5 useful tips for train travel in Japan

If you have explored the rail system in Japan in any form, this can seem daunting or overwhelming.Compared to the other major cities in the world like London or New York, the rail network in Tokyo is far more complex.But with a little planning and research it's not as difficult as it seems.

Here are some handy tips to help you get started with the rail systems in Japan:

1.Get an IC card

An IC card is an e-money travel card, it's the equivalent of the Oyster Card in London or the Opal in Sydney.This card can be used on all lines and makes it easy to switch between rail networks.

There are 2 different local subway lines in Tokyo, as well as the local JR line and other lines.To use the card, just tap on and off at the gates every time you enter and leave.The travel costs are automatically calculated and deducted.Also most major cities in Japan accept IC cards.

There are many different types of IC cards, but the most commonly used by travelers are the Pasmo or the Suica card.You can buy one from a vending machine at most train stations, including the airport.When you buy a card, a fee of 500 yen is retained as a deposit, but if you return the card at the end of the trip, this fee and any other amount left on the card will be refunded.

These cards can also be used to pay for items in some stores, which can be handy since most places in Japan otherwise only accept cash.

2.Get a JR pass

If you plan to travel around Japan, one of the most common ways is by train.JR pass is only available to foreign travelers and must be purchased prior to travel (you'll need to get organized and such). It's worth getting it before you leave, as train travel can be expensive without it.

Passes are usually available for 1-3 weeks depending on the length of stay and you pay a flat fee for the pass.You can use it on the JR network as much as you like, and it can also be used for some other lines/buses etc. be valid.Buying a JR pass also gives you a bit of flexibility in planning your trip, knowing that you won't have to pay extra for changes in your itinerary.

The JR Pass also lets you reserve seats on your trips.Convenient because the unreserved seats mean you have to queue in advance to make sure your group can sit together etc.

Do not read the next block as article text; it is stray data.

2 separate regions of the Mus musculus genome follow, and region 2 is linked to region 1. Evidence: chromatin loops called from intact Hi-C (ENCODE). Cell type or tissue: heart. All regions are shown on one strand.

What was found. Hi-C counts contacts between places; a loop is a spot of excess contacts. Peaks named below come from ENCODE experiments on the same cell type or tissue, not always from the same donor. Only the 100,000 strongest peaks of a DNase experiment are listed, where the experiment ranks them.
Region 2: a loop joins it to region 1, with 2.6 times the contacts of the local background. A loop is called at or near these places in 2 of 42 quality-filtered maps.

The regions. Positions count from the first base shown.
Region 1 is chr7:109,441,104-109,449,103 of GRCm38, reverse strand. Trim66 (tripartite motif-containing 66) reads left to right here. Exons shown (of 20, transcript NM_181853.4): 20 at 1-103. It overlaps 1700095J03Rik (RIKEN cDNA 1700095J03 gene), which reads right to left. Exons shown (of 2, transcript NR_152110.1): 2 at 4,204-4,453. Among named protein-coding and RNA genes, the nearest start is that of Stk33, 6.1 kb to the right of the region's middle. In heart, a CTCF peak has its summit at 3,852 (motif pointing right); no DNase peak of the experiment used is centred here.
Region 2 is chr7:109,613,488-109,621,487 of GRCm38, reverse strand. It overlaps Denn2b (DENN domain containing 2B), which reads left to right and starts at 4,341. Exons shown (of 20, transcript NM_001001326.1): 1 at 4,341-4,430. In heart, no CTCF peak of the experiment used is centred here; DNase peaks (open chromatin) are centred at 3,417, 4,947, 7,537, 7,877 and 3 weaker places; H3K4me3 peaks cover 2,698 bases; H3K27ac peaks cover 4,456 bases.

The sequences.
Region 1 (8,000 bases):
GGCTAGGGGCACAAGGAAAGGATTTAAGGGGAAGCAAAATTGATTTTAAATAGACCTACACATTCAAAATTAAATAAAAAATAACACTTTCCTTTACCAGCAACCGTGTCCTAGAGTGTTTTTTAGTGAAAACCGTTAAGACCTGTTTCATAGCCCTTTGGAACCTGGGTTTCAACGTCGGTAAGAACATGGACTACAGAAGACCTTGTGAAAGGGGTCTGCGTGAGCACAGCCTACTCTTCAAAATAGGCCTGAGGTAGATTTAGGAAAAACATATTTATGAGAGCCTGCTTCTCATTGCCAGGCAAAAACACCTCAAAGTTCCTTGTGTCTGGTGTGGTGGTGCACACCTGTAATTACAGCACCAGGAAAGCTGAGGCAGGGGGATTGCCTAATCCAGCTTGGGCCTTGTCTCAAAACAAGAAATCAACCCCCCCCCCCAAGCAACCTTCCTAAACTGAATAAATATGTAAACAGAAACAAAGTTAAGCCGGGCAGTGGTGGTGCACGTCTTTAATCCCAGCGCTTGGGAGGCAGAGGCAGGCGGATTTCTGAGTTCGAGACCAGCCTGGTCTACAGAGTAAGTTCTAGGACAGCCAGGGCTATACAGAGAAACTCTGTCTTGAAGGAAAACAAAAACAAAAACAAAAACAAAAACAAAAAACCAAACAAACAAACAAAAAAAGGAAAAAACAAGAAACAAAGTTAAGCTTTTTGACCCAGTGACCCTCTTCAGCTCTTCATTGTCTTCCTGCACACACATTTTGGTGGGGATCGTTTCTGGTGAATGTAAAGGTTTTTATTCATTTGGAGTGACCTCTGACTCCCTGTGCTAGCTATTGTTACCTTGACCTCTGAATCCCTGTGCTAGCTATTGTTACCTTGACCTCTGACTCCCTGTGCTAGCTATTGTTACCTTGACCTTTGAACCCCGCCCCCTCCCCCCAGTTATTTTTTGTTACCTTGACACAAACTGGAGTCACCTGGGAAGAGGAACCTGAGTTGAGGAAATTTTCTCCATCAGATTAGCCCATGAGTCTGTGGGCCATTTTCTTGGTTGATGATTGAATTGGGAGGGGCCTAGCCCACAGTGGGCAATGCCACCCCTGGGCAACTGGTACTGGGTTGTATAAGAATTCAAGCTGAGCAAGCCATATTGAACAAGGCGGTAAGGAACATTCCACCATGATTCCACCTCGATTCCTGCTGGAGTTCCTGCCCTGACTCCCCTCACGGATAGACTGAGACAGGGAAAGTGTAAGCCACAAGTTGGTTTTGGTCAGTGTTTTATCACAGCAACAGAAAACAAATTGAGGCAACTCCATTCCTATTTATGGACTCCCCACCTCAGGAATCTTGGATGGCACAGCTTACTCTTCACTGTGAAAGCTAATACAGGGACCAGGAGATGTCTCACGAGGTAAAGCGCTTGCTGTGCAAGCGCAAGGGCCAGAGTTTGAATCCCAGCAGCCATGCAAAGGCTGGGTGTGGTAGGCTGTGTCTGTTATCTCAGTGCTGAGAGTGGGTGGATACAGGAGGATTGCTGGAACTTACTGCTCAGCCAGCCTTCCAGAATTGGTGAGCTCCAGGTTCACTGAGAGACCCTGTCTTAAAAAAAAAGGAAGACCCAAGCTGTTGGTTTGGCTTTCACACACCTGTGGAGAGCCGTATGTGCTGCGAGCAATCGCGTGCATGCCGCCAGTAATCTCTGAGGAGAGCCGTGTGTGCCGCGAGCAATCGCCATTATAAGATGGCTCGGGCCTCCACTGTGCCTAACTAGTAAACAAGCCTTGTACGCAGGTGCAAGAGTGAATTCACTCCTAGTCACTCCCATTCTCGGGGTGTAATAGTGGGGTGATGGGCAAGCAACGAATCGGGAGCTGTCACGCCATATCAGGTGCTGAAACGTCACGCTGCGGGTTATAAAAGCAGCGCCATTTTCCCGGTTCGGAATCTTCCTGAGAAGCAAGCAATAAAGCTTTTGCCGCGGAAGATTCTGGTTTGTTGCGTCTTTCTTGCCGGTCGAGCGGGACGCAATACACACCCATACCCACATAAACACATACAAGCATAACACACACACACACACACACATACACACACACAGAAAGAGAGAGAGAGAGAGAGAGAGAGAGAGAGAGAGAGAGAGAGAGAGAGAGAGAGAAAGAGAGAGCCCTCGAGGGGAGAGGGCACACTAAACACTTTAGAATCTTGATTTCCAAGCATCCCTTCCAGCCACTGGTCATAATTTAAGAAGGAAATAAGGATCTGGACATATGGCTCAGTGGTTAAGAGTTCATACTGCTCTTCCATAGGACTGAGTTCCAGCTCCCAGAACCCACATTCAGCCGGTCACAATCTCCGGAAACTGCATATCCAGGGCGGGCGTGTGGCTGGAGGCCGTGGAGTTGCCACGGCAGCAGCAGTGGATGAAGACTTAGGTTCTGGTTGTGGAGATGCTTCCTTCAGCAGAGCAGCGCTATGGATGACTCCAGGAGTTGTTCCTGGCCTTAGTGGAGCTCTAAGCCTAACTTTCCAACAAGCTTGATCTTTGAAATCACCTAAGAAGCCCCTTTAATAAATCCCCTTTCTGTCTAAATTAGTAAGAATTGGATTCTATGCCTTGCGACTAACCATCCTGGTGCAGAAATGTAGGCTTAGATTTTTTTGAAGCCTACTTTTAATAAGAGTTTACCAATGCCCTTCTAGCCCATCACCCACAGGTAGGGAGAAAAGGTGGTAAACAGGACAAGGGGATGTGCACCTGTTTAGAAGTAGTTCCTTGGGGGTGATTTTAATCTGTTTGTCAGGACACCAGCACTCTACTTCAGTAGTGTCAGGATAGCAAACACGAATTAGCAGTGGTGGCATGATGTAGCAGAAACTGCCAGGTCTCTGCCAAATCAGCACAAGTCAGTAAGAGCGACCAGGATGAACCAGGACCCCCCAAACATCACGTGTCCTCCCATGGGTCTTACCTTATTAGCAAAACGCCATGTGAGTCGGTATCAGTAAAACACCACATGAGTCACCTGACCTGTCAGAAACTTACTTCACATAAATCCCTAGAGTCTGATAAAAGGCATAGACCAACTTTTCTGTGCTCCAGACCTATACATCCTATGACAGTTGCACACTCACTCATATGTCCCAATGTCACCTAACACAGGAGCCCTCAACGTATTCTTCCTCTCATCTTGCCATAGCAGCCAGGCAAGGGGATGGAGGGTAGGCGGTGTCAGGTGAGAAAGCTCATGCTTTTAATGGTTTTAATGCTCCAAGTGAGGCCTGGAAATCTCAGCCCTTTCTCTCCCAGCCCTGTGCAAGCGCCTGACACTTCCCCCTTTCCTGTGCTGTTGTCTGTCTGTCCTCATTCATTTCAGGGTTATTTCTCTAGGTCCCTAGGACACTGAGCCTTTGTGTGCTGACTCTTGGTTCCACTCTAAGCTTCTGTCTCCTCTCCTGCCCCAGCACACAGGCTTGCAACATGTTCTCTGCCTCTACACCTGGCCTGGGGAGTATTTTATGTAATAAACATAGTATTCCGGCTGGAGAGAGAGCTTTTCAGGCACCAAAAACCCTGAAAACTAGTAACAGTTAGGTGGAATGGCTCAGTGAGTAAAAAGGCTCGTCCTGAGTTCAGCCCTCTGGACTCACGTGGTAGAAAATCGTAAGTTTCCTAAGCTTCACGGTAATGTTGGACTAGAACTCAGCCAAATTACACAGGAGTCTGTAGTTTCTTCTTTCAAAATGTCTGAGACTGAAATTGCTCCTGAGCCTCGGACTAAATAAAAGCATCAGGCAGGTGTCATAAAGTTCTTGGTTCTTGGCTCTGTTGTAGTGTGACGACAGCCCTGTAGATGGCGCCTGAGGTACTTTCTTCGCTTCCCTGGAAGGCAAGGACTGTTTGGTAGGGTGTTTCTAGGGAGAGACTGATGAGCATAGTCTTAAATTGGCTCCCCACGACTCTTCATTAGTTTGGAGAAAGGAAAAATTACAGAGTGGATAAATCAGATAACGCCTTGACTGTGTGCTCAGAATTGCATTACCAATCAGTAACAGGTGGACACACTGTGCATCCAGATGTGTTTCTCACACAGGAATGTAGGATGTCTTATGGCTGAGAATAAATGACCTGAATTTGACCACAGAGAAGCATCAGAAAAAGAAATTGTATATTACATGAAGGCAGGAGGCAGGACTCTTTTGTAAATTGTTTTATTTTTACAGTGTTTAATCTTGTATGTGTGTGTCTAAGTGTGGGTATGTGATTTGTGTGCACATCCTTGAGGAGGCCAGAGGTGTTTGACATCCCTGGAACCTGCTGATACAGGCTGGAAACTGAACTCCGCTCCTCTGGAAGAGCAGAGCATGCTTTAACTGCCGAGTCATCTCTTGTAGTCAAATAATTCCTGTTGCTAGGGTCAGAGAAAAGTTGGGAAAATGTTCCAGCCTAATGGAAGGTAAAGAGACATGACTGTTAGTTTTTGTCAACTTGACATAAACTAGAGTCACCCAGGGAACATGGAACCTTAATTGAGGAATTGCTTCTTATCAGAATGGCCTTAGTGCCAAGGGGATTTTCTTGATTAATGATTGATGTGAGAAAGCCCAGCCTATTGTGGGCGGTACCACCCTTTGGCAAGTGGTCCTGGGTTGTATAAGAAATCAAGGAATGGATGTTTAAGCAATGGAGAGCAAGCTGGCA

The trains usually don't have much luggage space.All seats have some room up top.A space similar to that on an airplane.If you are lucky, some trains have luggage space at the end of the car, but you can't really rely on it.

So it's worth thinking about how much you pack if you plan to travel a lot by train between cities.

Another alternative, if you are only planning a day trip, for example, is to use the coin-operated lockers at the train station.IC cards are often accepted at most coin-operated lockers as well.

4.Rush hour

If you are traveling by train, be aware of rush hours.These are: 7:30 to 9:30 and 17:00-20:00.

They say it's best to plan your trip around these times, but if you really need to travel during peak hours.Just a few things to keep in mind:

  • Pay attention to the time and where you need to be to catch your train.If you just blindly follow the crowds, you may end up at the other end of the station from where you need to be.
  • When boarding the train, pay attention to the etiquette, line up in 2 rows in front of the manufacturers for the carriage doors and let people off the train before boarding.
  • When boarding, make sure you go all the way into the carriage instead of just crowding around the entrance.

5.Train apps

There are many different apps for the train systems in each city.Hyperdia is recommended by JR, but if you are outside Japan and want to check out this app, you can only use the web version.Other common ones are JR East and Tokyo Subway.Google Maps is also very accurate for public transportation in Japan.